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New York City Police Department Photograph Collection, 1914-1975, Preservation and Access Project
Michael Lorenzini, New York City Department of Records & Information Services
Grant details: https://securegrants.neh.gov/publicquery/main.aspx?f=1&gn=PW-228185-15
Curators in Conversation: Police Photography in the Archive and the Museum (Conference Paper/Presentation)
Title: Curators in Conversation: Police Photography in the Archive and the Museum
Author: Michael Lorenzini
Abstract: The Dark Archive Symposium. Sponsored by Macquerie University and the Sydney Justice & Police Museum, in Sydney, New South Wales, Australia.
Prof. Katherine Biber in conversation with Curator Nerida Campbell of the Sydney Living Museums and Michael Lorenzini of the New York City Municipal Archives on the ethics of reusing forensic photography.
Conference Name: The Dark Archive Symposium
Documenting the City: Crime, writing and photography (Public Lecture or Presentation)
Title: Documenting the City: Crime, writing and photography
Abstract: In conversation with Luc Sante, Michael Lorenzini, Peter Doyle and Katherine Biber
How do we tell the stories of our cities? What is the role of photography, the archive and writing in understanding the city’s narratives, especially the ordinary, the criminal or the underbelly?
An in conversation at the Justice & Police Museum, home of the Police Forensic Archive a photographic record of criminal cases in early 20th century Sydney.
Featuring author Peter Doyle Crooks Like Us (2009) and City of Shadows: Sydney Police Photographs 1912-1948 (2005); acclaimed writer and critic Luc Sante The Other Paris (2015); and Michael Lorenzini (Deputy Director of New York City Archives). A rare opportunity to see these internationally recognized commentators sharing perspectives of their own cities, as they explore the nexus between archives, photography and writing, and the ways in which we document and tell stories of our cities. Chaired by legal scholar, historian and criminologist Professor Katherine Biber, a panel discussion followed by a question and answer session.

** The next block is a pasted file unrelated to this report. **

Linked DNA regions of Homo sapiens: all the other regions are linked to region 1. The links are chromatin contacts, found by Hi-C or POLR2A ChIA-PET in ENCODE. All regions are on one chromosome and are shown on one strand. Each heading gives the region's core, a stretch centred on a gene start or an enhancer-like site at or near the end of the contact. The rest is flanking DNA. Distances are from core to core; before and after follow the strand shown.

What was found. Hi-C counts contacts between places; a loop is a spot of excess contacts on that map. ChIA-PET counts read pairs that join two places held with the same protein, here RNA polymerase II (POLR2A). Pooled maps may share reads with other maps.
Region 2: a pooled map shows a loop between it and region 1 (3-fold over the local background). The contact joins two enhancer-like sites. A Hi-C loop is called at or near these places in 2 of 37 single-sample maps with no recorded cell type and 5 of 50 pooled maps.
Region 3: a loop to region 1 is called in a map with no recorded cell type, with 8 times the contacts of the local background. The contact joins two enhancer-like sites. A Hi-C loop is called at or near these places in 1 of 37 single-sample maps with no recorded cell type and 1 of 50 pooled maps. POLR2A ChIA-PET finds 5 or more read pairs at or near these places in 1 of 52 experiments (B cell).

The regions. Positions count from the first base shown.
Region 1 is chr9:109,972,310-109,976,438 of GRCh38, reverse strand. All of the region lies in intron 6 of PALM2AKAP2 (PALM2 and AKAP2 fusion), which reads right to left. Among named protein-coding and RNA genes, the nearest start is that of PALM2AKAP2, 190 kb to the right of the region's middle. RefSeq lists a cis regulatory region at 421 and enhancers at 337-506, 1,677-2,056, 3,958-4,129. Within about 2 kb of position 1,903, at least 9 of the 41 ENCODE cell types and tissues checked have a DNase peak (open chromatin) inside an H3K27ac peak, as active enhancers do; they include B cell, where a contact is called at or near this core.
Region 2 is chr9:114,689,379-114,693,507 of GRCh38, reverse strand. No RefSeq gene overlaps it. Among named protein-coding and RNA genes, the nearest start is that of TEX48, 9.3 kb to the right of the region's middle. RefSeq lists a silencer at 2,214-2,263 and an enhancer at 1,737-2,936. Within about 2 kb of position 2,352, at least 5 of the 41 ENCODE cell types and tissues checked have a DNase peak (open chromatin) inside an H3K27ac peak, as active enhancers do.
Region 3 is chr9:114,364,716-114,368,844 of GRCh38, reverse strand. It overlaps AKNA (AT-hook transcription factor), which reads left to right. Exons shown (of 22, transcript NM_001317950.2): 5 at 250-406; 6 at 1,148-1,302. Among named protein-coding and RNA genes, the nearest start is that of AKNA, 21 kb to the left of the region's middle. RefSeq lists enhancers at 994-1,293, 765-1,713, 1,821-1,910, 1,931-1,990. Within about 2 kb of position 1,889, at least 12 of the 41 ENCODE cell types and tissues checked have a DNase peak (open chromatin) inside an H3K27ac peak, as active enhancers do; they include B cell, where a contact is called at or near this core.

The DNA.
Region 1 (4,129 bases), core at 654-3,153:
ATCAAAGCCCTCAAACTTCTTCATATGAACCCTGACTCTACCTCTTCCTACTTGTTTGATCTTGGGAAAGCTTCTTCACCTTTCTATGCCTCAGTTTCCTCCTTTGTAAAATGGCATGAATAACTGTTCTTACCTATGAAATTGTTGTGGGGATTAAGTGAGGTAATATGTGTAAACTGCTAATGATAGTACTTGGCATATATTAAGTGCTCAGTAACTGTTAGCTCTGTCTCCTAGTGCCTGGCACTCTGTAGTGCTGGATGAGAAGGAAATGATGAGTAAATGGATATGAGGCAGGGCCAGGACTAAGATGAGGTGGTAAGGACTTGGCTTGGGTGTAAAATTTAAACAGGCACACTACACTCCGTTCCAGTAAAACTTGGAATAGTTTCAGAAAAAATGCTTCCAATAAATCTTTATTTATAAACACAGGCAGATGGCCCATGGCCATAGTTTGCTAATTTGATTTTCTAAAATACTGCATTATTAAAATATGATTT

Presented in collaboration with Macquarie University
Author: Michael Lorenzini
Location: Justice & Police Museum, Sydney, Australia
Primary URL: http://sydneylivingmuseums.com.au/events/documenting-city-crime-writing-and-photography
Primary URL Description: Documenting the City, event listing.
Pretty Girl Charged With Clever Swindle: Women and Crime in Early 20th-Century New York (Exhibition)
Title: Pretty Girl Charged With Clever Swindle: Women and Crime in Early 20th-Century New York
Curator: Quinn Berkman and Michael Lorenzini
Abstract: The mug shot, or criminal portrait, is one of the earliest uses of police photography. Used primarily to identify known criminals, its use was not without controversy and misidentification was common. In addition, mug shots were often used as a form of public shaming. These images capture a rich cross-section of the city’s population, depicting dress and social status in addition to possible criminal behavior. Focusing solely on women captured by police camera, this exhibit examines how these unique portraits offer a fascinating window into the lives of women in early 20th-century New York.
Primary URL: http://www.archives.nyc/photoville-2016/
Primary URL Description: Online exhibit of the 2016 Pop-Up Exhibit:
Badgers and sneak thieves, dishonest servants and disorderly houses, Fagins, shoplifters, con artists and grifters. Who were these pretty girls and hard women?
Life was never easy for women in New York and the way they were treated by the law and the press varied according to their social class. Was it poverty or hysteria? Was she an “idle housewife” or a “hard-working stenographer”? Was it “kleptomania” or “grand larceny”?
Secondary URL: http://www.photoville.com/pretty-girl-charged-with-clever-swindle/
Secondary URL Description: Photoville NYC 2016